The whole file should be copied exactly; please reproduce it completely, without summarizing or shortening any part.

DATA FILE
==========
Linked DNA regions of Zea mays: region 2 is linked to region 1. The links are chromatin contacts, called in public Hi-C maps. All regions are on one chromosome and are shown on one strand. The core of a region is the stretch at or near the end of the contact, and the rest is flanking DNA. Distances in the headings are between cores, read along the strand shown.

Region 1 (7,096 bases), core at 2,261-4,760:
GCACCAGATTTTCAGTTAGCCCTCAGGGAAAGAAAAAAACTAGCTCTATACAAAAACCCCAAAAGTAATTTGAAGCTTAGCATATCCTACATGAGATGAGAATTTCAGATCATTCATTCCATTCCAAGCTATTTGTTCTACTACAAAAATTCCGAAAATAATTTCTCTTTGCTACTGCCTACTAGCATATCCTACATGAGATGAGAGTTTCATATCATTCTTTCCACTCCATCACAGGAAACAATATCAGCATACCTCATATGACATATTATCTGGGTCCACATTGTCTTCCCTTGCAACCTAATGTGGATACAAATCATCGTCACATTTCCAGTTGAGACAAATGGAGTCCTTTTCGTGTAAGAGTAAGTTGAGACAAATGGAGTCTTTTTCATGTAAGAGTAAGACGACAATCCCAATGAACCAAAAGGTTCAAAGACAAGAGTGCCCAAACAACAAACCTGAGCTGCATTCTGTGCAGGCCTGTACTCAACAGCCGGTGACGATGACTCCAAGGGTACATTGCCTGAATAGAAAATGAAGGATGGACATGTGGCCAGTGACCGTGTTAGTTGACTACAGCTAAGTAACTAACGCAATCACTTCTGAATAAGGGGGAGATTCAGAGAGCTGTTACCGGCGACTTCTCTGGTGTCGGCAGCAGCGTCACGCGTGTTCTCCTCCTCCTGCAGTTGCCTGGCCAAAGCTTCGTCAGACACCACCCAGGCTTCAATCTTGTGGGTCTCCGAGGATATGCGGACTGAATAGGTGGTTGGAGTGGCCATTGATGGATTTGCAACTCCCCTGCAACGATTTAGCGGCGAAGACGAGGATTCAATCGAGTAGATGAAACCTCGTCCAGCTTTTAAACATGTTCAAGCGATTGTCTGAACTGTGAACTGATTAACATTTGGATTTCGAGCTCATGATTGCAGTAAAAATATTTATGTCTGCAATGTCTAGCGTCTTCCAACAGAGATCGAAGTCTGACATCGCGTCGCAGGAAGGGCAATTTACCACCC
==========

Linked DNA regions of Zea mays: region 2 is linked to region 1. The links are chromatin contacts, called in public Hi-C maps. All regions are on one chromosome and are shown on one strand. The core of a region is the stretch at or near the end of the contact, and the rest is flanking DNA. Distances in the headings are between cores, read along the strand shown.

Region 1 (7,096 bases), core at 2,261-4,760:
GCACCAGATTTTCAGTTAGCCCTCAGGGAAAGAAAAAAACTAGCTCTATACAAAAACCCCAAAAGTAATTTGAAGCTTAGCATATCCTACATGAGATGAGAATTTCAGATCATTCATTCCATTCCAAGCTATTTGTTCTACTACAAAAATTCCGAAAATAATTTCTCTTTGCTACTGCCTACTAGCATATCCTACATGAGATGAGAGTTTCATATCATTCTTTCCACTCCATCACAGGAAACAATATCAGCATACCTCATATGACATATTATCTGGGTCCACATTGTCTTCCCTTGCAACCTAATGTGGATACAAATCATCGTCACATTTCCAGTTGAGACAAATGGAGTCCTTTTCGTGTAAGAGTAAGTTGAGACAAATGGAGTCTTTTTCATGTAAGAGTAAGACGACAATCCCAATGAACCAAAAGGTTCAAAGACAAGAGTGCCCAAACAACAAACCTGAGCTGCATTCTGTGCAGGCCTGTACTCAACAGCCGGTGACGATGACTCCAAGGGTACATTGCCTGAATAGAAAATGAAGGATGGACATGTGGCCAGTGACCGTGTTAGTTGACTACAGCTAAGTAACTAACGCAATCACTTCTGAATAAGGGGGAGATTCAGAGAGCTGTTACCGGCGACTTCTCTGGTGTCGGCAGCAGCGTCACGCGTGTTCTCCTCCTCCTGCAGTTGCCTGGCCAAAGCTTCGTCAGACACCACCCAGGCTTCAATCTTGTGGGTCTCCGAGGATATGCGGACTGAATAGGTGGTTGGAGTGGCCATTGATGGATTTGCAACTCCCCTGCAACGATTTAGCGGCGAAGACGAGGATTCAATCGAGTAGATGAAACCTCGTCCAGCTTTTAAACATGTTCAAGCGATTGTCTGAACTGTGAACTGATTAACATTTGGATTTCGAGCTCATGATTGCAGTAAAAATATTTATGTCTGCAATGTCTAGCGTCTTCCAACAGAGATCGAAGTCTGACATCGCGTCGCAGGAAGGGCAATTTACCACCC